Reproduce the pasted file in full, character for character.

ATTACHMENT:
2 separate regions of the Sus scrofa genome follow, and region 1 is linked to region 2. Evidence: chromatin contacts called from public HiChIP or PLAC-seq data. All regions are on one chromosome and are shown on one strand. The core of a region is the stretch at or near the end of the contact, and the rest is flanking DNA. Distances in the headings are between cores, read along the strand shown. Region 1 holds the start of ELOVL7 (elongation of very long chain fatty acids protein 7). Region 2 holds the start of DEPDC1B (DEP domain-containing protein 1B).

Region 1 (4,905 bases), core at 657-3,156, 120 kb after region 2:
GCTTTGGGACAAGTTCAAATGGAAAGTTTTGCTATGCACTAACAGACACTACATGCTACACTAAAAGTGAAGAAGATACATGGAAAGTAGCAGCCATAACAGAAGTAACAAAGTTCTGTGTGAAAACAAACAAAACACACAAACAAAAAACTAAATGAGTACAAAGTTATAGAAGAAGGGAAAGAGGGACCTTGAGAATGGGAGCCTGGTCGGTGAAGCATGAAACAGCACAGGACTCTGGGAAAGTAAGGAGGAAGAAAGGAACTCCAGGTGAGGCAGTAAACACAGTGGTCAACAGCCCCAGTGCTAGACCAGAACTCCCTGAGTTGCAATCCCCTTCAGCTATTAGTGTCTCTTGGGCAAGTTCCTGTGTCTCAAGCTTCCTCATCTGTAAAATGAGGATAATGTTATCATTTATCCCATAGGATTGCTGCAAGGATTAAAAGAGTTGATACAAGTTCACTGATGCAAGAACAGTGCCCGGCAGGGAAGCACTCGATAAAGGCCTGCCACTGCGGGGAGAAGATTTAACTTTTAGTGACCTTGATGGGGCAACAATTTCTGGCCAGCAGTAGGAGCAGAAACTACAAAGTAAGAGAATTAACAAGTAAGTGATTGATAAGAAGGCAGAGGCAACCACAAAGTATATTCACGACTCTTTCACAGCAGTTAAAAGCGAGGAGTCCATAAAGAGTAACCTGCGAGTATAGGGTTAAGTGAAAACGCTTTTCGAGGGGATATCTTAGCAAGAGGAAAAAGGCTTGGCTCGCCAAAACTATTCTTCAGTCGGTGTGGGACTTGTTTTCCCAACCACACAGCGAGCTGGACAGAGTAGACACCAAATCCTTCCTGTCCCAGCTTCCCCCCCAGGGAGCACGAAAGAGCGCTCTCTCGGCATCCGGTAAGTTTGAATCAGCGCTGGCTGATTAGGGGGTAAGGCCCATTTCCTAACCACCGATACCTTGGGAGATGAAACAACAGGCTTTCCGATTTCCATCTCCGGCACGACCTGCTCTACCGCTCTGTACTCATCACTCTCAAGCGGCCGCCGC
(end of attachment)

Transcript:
2 separate regions of the Sus scrofa genome follow, and region 1 is linked to region 2. Evidence: chromatin contacts called from public HiChIP or PLAC-seq data. All regions are on one chromosome and are shown on one strand. The core of a region is the stretch at or near the end of the contact, and the rest is flanking DNA. Distances in the headings are between cores, read along the strand shown. Region 1 holds the start of ELOVL7 (elongation of very long chain fatty acids protein 7). Region 2 holds the start of DEPDC1B (DEP domain-containing protein 1B).

Region 1 (4,905 bases), core at 657-3,156, 120 kb after region 2:
GCTTTGGGACAAGTTCAAATGGAAAGTTTTGCTATGCACTAACAGACACTACATGCTACACTAAAAGTGAAGAAGATACATGGAAAGTAGCAGCCATAACAGAAGTAACAAAGTTCTGTGTGAAAACAAACAAAACACACAAACAAAAAACTAAATGAGTACAAAGTTATAGAAGAAGGGAAAGAGGGACCTTGAGAATGGGAGCCTGGTCGGTGAAGCATGAAACAGCACAGGACTCTGGGAAAGTAAGGAGGAAGAAAGGAACTCCAGGTGAGGCAGTAAACACAGTGGTCAACAGCCCCAGTGCTAGACCAGAACTCCCTGAGTTGCAATCCCCTTCAGCTATTAGTGTCTCTTGGGCAAGTTCCTGTGTCTCAAGCTTCCTCATCTGTAAAATGAGGATAATGTTATCATTTATCCCATAGGATTGCTGCAAGGATTAAAAGAGTTGATACAAGTTCACTGATGCAAGAACAGTGCCCGGCAGGGAAGCACTCGATAAAGGCCTGCCACTGCGGGGAGAAGATTTAACTTTTAGTGACCTTGATGGGGCAACAATTTCTGGCCAGCAGTAGGAGCAGAAACTACAAAGTAAGAGAATTAACAAGTAAGTGATTGATAAGAAGGCAGAGGCAACCACAAAGTATATTCACGACTCTTTCACAGCAGTTAAAAGCGAGGAGTCCATAAAGAGTAACCTGCGAGTATAGGGTTAAGTGAAAACGCTTTTCGAGGGGATATCTTAGCAAGAGGAAAAAGGCTTGGCTCGCCAAAACTATTCTTCAGTCGGTGTGGGACTTGTTTTCCCAACCACACAGCGAGCTGGACAGAGTAGACACCAAATCCTTCCTGTCCCAGCTTCCCCCCCAGGGAGCACGAAAGAGCGCTCTCTCGGCATCCGGTAAGTTTGAATCAGCGCTGGCTGATTAGGGGGTAAGGCCCATTTCCTAACCACCGATACCTTGGGAGATGAAACAACAGGCTTTCCGATTTCCATCTCCGGCACGACCTGCTCTACCGCTCTGTACTCATCACTCTCAAGCGGCCGCCGC